03/22/2007 12:00AM

Blue Grass will give Street Sense what he needs


NEW YORK - The 3-year-old classic crop of 2007 is taking shape as a deep and refreshingly consistent group. The first four finishers from the 2006 Breeders' Cup Juvenile have already all returned to win graded stakes races this year, with Street Sense taking the Tampa Bay Derby, Circular Quay the Louisiana Derby, Great Hunter the Bob Lewis, and Scat Daddy the Fountain of Youth. Add in Nobiz Like Shobiz, who was narrowly favored over all four of them in the second round of Derby Futures betting, and a half-dozen other intriguing prospects, and it has the looks of a talented and entertaining group.

The only small knock on the 3-year-olds is that no one has run a particularly fast race yet this year. A diagram on the front page of Wednesday's Daily Racing Form listed the top Beyer Speed Figures in route races this year, and the top Beyer was the 104 Ravel earned winning the Sham Stakes. Later that morning, Ravel was declared out of Derby consideration because of an emerging fracture, leaving the rest of the class without a route Beyer in excess of 102 this year.

This is not an indictment or even necessarily a bad thing. It's only March, and you hope that these colts' best races are still in front of them. Still, there is plenty of room for a horse currently absent from anyone's top-10 list to run a single big-figure race over the next four weekends and suddenly become the Derby favorite, the way that Bellamy Road and Sweetnorthernsaint did the last two years.

The big asterisk to the generally slow route figures in the crop is Street Sense's winning figure as a 2-year-old in the Juvenile, where he won by 10 lengths and registered a 108, the highest Beyer awarded in the race since the figures were first published in 1991. While it seems likely that his margin that day was aided by his perfect trip up a seemingly paved rail path, it was still a stunning display of raw talent.

That he earned only a 101 nosing out Any Given Saturday to win his season debut in Tampa last Saturday should not be seen as a sign of regression. It is hard to imagine that he was fully cranked up for his first start in over four months by a trainer with a penchant for getting his horses to peak on target days. Carl Nafzger did exactly the same thing with Unbridled, who earned only moderate figures in his preps for the 1990 Kentucky Derby and Breeders' Cup Classic but then delivered career-best performances to upset both races.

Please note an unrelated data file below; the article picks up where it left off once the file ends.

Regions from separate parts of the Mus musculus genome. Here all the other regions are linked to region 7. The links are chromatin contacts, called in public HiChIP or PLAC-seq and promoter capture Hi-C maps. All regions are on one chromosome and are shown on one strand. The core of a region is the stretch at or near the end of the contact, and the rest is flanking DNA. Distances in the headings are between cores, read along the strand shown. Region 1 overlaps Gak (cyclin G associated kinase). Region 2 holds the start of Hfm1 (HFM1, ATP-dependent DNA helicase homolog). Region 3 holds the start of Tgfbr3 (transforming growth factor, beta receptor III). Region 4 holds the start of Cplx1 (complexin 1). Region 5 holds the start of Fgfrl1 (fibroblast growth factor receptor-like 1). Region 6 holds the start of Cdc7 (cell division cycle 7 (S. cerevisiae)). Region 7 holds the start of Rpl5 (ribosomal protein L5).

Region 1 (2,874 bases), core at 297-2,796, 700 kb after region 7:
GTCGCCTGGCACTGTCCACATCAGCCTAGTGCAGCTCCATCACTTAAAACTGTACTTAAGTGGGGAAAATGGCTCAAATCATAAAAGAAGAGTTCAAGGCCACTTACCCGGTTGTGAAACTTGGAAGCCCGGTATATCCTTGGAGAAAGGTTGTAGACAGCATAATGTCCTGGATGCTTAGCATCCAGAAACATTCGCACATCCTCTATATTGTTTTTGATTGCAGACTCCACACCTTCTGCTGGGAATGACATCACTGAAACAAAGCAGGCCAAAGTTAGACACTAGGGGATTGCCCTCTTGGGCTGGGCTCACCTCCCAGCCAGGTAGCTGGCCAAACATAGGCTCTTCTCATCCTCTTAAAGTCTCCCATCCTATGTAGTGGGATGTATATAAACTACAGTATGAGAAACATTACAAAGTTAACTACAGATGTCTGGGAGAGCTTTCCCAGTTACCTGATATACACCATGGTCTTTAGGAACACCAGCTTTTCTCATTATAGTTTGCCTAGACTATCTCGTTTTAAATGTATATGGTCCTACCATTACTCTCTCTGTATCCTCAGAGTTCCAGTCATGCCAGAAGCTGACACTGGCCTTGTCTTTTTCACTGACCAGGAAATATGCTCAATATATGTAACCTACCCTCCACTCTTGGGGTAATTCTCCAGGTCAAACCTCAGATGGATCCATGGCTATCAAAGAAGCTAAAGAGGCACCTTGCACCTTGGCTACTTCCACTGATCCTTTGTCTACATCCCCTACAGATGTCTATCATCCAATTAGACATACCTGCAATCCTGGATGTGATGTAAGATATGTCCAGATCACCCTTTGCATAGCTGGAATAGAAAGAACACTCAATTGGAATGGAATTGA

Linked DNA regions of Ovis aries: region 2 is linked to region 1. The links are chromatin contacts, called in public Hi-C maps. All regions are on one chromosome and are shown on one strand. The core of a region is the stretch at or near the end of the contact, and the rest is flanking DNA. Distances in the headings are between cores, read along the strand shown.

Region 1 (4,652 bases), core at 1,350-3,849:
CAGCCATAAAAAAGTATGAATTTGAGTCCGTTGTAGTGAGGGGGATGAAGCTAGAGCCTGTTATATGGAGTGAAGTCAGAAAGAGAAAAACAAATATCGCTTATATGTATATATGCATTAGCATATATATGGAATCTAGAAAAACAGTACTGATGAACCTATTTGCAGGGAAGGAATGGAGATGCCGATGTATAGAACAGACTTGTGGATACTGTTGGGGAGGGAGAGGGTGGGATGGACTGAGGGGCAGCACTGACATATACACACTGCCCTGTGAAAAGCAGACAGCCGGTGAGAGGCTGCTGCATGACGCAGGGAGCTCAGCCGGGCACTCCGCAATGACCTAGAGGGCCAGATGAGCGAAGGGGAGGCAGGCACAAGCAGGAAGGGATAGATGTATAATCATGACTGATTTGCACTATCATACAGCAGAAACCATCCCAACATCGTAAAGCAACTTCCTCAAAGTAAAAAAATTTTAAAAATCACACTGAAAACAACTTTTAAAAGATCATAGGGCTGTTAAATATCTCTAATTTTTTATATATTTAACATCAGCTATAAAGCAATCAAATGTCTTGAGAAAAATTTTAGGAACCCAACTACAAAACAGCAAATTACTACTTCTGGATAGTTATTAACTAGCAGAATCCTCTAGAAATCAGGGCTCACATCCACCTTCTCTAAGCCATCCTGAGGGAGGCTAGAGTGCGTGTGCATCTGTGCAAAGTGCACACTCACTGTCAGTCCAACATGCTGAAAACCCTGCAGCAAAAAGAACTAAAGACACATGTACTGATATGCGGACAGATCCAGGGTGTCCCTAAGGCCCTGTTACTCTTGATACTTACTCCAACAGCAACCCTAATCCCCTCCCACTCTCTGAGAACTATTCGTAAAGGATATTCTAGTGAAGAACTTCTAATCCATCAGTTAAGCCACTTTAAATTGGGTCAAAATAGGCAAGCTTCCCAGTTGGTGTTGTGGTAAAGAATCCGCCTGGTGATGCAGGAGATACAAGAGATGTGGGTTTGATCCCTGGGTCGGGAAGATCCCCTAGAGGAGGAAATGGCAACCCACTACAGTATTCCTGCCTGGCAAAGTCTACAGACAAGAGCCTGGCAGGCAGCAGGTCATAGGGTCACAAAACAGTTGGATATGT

Will Street Sense run a big number next time out in his final Derby prep, the Blue Grass at Keeneland April 14? The guess here is that he won't, and one reason, beyond his trainer's master plan, is that the race will be run on Polytrack, the artificial surface over which too few races of high quality have been run to be evaluated with any confidence. On the limited sample from the inaugural Keeneland meeting where it was used last fall, it seems the slower paces and closer-friendliness of the surface may produce a more bunched-up range of winning times and figures, the way that grass racing usually does. According to Keeneland, the average margin of victory in all its main-track races dropped from 3.86 lengths on dirt in 2005 to 1.63 lengths on Polytrack in 2006, and the average distance from first to last place narrowed from 29.4 to 16.4 lengths.

Evaluating the Blue Grass is going to be a tricky key to this year's Derby, but there is a striking parallel to last fall's 2-year-olds who went from the Breeders' Futurity on Keeneland Polytrack to the Breeders' Cup Juvenile on Churchill dirt. The Futurity earned a mediocre Beyer of 90, but the same three colts who ran 3-2-1 at Keeneland came back to run 1-2-3 at Churchill while facing eight new shooters from around the country. Street Sense could be poised for a similar improvement from Lexington to Louisville this spring, even if he loses his next start or wins without wowing students of time.

One thing it seems overly fearful to worry about is the notion that Street Sense did too much too soon by fighting Any Given Saturday for the length of the stretch at Tampa off a long layoff. It's a sign of these career-shortened, fragile-limbed times in racing that so many people's first reaction to a good old-fashioned stretch duel is that the combatants must emerge weary and damaged. An alternate take on the race is that this is what good racehorses are supposed to do and that it was just the sort of race these colts need in March to be ready for the Derby in May.